Medics say that there should be efforts to upgrade palliative care in villages.
Palliative care is an approach that improves the quality of life of patients and their families facing problems associated with a life-threatening illness, through the prevention and relief of suffering by means of early identification and impeccable assessment and treatment of pain and other problems, physical, psychosocial or spiritual.
Rwanda started making gains in palliative care in 2011 when the Ministry of Health, through the Rwanda Biomedical Centre, adopted the implementation of the World Health Assembly Resolution of Integrating Palliative Care into the existing Health System.
Later in 2014, a morphine production programme was commenced, in a bid to reduce dependence on importing the important pain killer from foreign countries so as among other things to boost access of the drug for patients in the country – a good development towards the progress of Palliative Care.
Delegates interact during a break at the 6th International African Palliative Care Conference at Kigali Convention Centre on Tuesday. Sam Ngendahimana.
With these and more developments, medics see many positives; however, some say there is need for efforts to make such services more accessible to rural patients as they are to their urban counterparts.
In an interview with The New Times, Scholastic Ngizwenayo, the in-charge of Social Affairs at the Rwanda Palliative Care and Hospice Organisation, a Non-Governmental Organisation comprising of medics with interest in palliative care, said that despite the fact that a lot has been done in integrating such services in hospitals across the country, people in rural areas still lag behind mainly due to lack of adequate information about the programs,
“The ministry has reached out to hospitals in rural areas training medics concerning palliative care. But I think more efforts are needed in the form of going deeper in the villages telling citizens about palliative care, so that patients, wherever they are, get that kind of care so as not to suffer pain and desperation,” she said.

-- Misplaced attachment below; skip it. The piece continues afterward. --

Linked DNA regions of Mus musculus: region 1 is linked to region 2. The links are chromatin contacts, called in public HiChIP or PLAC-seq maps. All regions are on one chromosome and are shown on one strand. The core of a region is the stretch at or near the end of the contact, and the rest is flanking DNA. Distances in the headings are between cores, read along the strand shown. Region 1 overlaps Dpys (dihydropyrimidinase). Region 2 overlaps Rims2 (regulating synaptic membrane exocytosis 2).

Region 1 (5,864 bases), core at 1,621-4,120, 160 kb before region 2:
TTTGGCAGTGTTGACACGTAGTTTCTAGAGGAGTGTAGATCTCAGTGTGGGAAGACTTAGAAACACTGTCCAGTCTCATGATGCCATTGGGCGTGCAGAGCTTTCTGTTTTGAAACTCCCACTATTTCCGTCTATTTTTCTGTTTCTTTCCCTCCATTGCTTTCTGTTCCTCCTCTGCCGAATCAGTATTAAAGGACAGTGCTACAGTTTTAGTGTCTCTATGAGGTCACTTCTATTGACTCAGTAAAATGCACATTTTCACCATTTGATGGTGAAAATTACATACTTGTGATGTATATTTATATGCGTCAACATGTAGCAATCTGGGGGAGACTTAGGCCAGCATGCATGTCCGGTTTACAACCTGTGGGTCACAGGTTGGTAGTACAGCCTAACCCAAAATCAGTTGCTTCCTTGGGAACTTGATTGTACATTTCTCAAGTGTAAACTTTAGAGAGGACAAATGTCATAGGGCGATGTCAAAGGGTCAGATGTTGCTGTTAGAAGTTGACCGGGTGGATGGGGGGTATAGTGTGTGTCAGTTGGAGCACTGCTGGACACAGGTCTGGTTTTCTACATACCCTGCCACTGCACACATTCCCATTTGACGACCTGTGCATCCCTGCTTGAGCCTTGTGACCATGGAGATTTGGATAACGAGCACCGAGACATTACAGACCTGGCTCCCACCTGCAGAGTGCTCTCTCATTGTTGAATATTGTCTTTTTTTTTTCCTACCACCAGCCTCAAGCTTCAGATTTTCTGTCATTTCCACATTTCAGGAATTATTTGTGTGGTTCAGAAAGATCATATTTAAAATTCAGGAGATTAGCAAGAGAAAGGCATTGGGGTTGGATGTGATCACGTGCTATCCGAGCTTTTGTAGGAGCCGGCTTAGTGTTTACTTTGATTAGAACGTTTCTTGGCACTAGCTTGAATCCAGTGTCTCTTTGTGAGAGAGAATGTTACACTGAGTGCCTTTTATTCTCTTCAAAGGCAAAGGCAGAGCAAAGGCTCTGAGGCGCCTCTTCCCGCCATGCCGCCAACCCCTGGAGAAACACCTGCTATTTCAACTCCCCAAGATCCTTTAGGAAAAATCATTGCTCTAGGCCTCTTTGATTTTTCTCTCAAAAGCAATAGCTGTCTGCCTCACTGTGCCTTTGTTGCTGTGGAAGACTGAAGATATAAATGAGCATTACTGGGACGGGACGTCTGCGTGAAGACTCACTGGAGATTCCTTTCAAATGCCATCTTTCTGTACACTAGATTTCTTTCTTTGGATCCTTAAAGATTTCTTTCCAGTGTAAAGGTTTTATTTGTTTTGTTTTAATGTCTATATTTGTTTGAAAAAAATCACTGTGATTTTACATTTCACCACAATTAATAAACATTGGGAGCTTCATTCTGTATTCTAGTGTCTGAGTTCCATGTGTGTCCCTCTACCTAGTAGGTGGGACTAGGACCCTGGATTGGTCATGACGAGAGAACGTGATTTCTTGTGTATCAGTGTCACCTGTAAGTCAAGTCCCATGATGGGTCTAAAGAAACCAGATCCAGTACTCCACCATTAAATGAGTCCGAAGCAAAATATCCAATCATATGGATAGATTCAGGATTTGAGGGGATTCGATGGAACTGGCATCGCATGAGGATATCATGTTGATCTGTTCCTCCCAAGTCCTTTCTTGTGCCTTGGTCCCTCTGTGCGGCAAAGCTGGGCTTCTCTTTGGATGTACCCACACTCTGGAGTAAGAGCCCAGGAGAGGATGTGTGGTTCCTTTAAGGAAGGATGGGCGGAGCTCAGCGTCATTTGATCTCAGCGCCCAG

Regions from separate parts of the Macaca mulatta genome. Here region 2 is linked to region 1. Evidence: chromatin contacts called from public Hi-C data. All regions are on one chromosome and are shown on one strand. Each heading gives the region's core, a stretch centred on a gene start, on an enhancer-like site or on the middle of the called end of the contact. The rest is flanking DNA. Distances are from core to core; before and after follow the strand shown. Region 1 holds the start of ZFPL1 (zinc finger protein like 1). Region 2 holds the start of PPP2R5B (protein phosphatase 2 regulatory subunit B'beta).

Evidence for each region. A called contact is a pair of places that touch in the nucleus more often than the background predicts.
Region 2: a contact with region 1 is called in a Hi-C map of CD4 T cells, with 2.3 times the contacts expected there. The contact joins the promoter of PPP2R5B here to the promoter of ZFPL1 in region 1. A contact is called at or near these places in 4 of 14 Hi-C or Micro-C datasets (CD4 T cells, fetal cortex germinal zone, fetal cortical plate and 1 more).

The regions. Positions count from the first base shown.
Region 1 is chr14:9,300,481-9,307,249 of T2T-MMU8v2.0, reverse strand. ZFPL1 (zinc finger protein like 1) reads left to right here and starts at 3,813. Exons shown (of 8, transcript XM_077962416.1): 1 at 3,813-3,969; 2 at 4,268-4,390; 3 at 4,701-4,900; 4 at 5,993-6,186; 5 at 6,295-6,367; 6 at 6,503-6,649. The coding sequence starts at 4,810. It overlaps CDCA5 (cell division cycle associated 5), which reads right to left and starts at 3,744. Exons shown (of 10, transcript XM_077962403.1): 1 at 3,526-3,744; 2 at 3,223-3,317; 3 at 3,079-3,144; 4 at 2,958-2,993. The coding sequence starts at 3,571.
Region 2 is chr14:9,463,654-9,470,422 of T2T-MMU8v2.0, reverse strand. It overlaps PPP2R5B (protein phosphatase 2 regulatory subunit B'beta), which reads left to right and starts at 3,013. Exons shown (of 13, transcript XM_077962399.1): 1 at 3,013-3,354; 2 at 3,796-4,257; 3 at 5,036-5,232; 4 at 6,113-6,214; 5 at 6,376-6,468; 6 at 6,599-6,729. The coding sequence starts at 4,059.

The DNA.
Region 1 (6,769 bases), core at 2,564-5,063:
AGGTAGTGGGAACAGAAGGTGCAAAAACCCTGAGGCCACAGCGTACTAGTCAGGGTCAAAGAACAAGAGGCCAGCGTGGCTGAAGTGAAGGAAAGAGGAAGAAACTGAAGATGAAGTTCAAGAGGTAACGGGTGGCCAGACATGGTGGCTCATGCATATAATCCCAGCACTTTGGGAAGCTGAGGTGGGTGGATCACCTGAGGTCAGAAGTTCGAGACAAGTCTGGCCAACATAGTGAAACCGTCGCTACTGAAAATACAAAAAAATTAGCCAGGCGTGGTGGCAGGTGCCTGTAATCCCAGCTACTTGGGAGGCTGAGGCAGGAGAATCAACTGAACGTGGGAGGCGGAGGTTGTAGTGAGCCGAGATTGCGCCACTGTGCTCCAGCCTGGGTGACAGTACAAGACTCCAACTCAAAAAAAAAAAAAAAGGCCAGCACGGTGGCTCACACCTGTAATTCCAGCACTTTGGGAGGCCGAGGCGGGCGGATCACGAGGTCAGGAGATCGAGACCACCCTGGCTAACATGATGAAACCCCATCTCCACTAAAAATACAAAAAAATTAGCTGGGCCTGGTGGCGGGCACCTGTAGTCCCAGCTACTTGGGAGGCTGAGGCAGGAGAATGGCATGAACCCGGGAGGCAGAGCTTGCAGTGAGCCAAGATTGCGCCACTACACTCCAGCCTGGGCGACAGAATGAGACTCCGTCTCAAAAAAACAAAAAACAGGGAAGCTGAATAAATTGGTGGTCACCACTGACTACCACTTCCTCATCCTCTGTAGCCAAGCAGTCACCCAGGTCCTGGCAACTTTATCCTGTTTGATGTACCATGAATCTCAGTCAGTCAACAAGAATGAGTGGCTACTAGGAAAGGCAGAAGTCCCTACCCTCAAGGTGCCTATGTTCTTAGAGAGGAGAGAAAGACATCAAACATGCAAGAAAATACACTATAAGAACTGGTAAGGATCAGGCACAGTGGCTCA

Cancers, cardiovascular diseases, cirrhosis of the liver, congenital anomalies (excluding heart abnormalities), blood and immune disorders, kidney diseases, neurological disorders and neonatal conditions, drug-resistant AIDS may lead to situations of patients requiring palliative care.
Of the 54.6 million deaths recorded in 2011, 66 per cent of those were due to NCDs and life-limiting disease.
According to the World Health Organisation, 40 million people worldwide could benefit from palliative care and yet less than 14 per cent receive it.
Among those in need of palliative care at the end of life, 78 per cent are in low and middle-income countries, yet, according to Diane Mukasahaha, the National Coordinator of Palliative Care under the Rwanda Biomedical Centre that kind of care sounds new, not only to Africa but even to the rest of the world.
Countries previously put a lot of efforts on prevention and treatment of diseases, paying little attention to the care that a person may need when it has been ascertained that is going to die.
In an interview with the media, Dr Patrick Ndimubanzi, the State Minister in Charge of Public Health and Primary Healthcare, sounded a call to Rwandans to learn that palliative care services exist in the country and they should make use of them,
“What we request Rwandans is to know that these services are available and they should ask for them when they need them,” he said.
“Patients should not be abandoned by their caretakers, there is a way now to care for them”.